By Sanjay Pandey
Tragedy King, Showman, Phenomenon, Evergreen Star, Jubilee Star, Angry Young Man, He-man, Jumping Jack, Shotgun…….are phrases coined by the media to describe some of the actors of mainstream Hindi cinema. However, the notable omission is that of Rishi Kapoor, for whom the media was unable to come out with an apt phrase despite his popularity and career spanning half a century. This was not for no reason, because the fact is that there can’t be a single phrase to describe and justify the colossal talent of Rishi Kapoor. He could fit into all of them!
The acting skills and abilities of Rishi Kapoor can be understood by watching his style of acting, which was spontaneous and natural, bringing about a sense of genuineness in what he did and made the character look so real. The effortless ease with which he could switch from one emotion to the other was a treat to watch, and it didn’t seem he was acting, but simply living the character. Making use of his eyes and subtle body language and mannerisms to express were his trademark. As also his dialogue delivery and movements on screen. He could act, sing, dance, emote, make you laugh and cry with equal brilliance. Some of his craft must have been learnt under the tutelage of his great father, but most of what he did was natural and God gifted.
Introduced as a child artist to play the role of the younger version of his father, he was unlike the traditional hero but impressive in his debut. And when his first film as a hero, Bobby was released, everyone was swept off their feet. He was the “boy next door” with his own brand of acting which didn’t follow any of his illustrious family members, nor any of his established seniors who were ruling the Hindi film industry as the leading men. Thus began a glorious career.
The hiccups of initial few films notwithstanding, he continued to excel in a variety of roles, most of which were portrayals of the young, romantic hero who romanced, sang, danced, laughed and cried and also fought for his lady love, giving the audience numerous hit songs and dance moves in the process. However, the greatness of this man was his willingness to experiment and adapt, and accept challenges even at a young age. Thus came a different love story, Laila Majnu, where he had to shed his traditional romantic image and roam about in a desert wearing tattered clothes singing an ode to his lady love. One could empathise with Qais when he was stoned and yet didn’t retaliate, dying in the end; the role in this film established him as a giant of character portrayal.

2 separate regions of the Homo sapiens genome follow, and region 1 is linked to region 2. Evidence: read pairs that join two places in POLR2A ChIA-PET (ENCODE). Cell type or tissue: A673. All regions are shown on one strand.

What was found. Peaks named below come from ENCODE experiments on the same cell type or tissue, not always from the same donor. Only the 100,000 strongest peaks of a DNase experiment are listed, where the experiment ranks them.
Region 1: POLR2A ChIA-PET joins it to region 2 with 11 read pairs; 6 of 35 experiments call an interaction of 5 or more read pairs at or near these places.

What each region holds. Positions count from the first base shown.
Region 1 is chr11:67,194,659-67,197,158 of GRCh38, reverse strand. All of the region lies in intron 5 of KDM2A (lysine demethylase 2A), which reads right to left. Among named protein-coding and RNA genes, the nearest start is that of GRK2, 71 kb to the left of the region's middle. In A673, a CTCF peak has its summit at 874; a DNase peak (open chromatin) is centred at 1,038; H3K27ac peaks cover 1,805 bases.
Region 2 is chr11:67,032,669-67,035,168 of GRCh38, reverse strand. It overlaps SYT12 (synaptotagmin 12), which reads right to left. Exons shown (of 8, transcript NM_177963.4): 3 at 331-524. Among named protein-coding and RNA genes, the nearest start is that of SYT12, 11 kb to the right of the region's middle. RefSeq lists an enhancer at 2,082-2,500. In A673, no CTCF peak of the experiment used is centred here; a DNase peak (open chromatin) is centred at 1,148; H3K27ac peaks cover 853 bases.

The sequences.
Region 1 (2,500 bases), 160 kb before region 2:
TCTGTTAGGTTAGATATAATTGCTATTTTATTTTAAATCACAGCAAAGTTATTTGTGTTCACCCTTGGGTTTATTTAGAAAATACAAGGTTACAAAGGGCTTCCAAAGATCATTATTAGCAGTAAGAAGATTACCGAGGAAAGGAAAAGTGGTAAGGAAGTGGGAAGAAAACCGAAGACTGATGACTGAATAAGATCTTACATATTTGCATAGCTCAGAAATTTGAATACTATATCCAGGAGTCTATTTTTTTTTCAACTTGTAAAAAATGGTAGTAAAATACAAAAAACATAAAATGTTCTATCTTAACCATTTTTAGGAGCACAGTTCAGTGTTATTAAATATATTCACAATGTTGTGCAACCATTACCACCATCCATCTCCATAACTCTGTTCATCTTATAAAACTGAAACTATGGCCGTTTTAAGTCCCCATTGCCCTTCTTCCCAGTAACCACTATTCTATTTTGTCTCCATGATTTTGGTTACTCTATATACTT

Variety was what Rishi Kapoor offered, and thus came a series of hits in the 70s with a whole lot of co-stars and directors, many of whom were new. However, he was much sought after even by the legendary ones like Yash Chopra, Nasir Hussain and Manmohan Desai, with whom he went on to collaborate in numerous memorable and hit films.
Rishi never bothered about any competition, for he was his own competitor and had his own benchmarks and hence was never treated as a 2nd lead in the several multi-starrers he did with the co-stars of that era, prominent among them being Amitabh Bachchan. Even in these multi-starrers like Kabhi Kabhie, Amar Akbar Anthony, Naseeb and Coolie, he had his own scenes which were written for him which he excelled in and held his own, always re-inventing himself with innovative sequences and characters, needless to mention his song and dance sequences. Thus, Rishi Kapoor was among the most bankable stars in the 70s and 80s, who could carry a film on his shoulders on his own strength, delivering hit performances like Hum Kisisse Kum Nahin, Doosra Aadmi, Jhootha Kahin Ka, Badaltey Rishtey, Aap Ke Deewane, Duniya Meri Jeb Mein, Anjaane Mein, Dhan Daulat, Yeh Vaada Raha, Sargam and many others, several of which were with his lady love in real life, Neetu Singh, who he went on to marry. One of the parameters of success of the song sequences in those times was coins being thrown towards the screen in theatres during song sequences, and Rishi Kapoor had undoubtedly the maximum songs falling in that category.